I admit it, I’ve been obsessed in recent months with questions of epistemology (e.g. here and here and here) — that is, how we know, or think we know, what is true, and whether or not we have any doubts about what is true. I suppose the fact of changing my mind on gay marriage, and the reactions of others (especially people of religious faith) to that change, has helped to prompt this obsession.
So yesterday I read “A Crown of Feathers,” a short story by Isaac Bashevis Singer. I’m still in awe. Singer, too, is interested and then some in questions of epistemology. I urge you to read this story. (As far as I can tell it’s not available online; the book that it’s in, also called “A Crown of Feathers,” was published in 1973.)
I’m reluctant to say more, lest it prevent you from rushing out to get the book and read the story in its entirety, but in a in 1973 book review in the New York Times the great literary critic Alfred Kazin says this about the story:
In the title story, a beautiful and gifted young orphan, Akhsa, brought up by her wealthy, pious and indulgent grandfather, hears the voice of her dead grandmother scorning the harshly pious suitor her grandfather has picked out for her. Akhsa refuses him, the grandfather is disgraced and dies. Akhsa, alone in the world, now hears her grandmother telling her that Christ is the son of God and to look inside her pillow for the sign. It is a crown of feathers, topped by a cross. Akhsa is so impressed by this communication from the spiritual world that she becomes a Catholic, marries a Polish squire. Eventually she discovers that her ”grandmother” is being impersonated by the devil. In the last and most remarkable section of this story, she returns to the Jewish community, searches out and marries her old suitor, a religious fanatic who has never forgiven her and who forces her to undergo a series of wild penances that finally kill her. Before her death she still longs for a sign, ”the pure truth revealed.” But though she guesses that there is another crown of feathers in her pillow and this one bears the four Hebrew letters that stand for the unsayable name of God, Akhsa dies without the assurance that this crown is more a revelation of the truth than the other. The townspeople who find bits of down between the dead woman’s fingers can never figure out what she has been searching for, and ”no matter how much the townspeople wondered and how many explanations they tried to find, they never discovered the truth.”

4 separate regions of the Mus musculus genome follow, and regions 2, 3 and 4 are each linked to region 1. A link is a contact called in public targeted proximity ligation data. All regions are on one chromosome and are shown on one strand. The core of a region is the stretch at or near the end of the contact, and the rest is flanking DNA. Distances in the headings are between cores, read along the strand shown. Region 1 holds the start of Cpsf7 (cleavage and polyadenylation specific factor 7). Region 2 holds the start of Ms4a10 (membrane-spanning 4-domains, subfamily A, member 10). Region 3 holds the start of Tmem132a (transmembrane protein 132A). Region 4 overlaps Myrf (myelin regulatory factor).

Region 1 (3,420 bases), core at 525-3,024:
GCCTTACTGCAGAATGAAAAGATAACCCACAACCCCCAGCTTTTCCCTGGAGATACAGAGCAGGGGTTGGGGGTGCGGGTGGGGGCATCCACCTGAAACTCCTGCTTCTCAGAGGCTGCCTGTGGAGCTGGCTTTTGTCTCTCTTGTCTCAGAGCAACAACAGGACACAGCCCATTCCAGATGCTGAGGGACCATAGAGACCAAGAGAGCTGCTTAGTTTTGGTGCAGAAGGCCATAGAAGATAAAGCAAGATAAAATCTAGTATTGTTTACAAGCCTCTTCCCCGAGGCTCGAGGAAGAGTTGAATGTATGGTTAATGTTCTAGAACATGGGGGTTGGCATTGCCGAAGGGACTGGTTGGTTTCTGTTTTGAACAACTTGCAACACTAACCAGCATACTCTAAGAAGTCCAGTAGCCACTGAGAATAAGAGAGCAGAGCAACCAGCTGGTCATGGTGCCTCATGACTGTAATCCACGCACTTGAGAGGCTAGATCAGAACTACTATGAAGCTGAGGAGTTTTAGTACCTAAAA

The story ends with this sentence: “Because if there is such a thing as truth it is as intricate and hidden as a crown of feathers.” I’m going to be thinking about that sentence for a long time.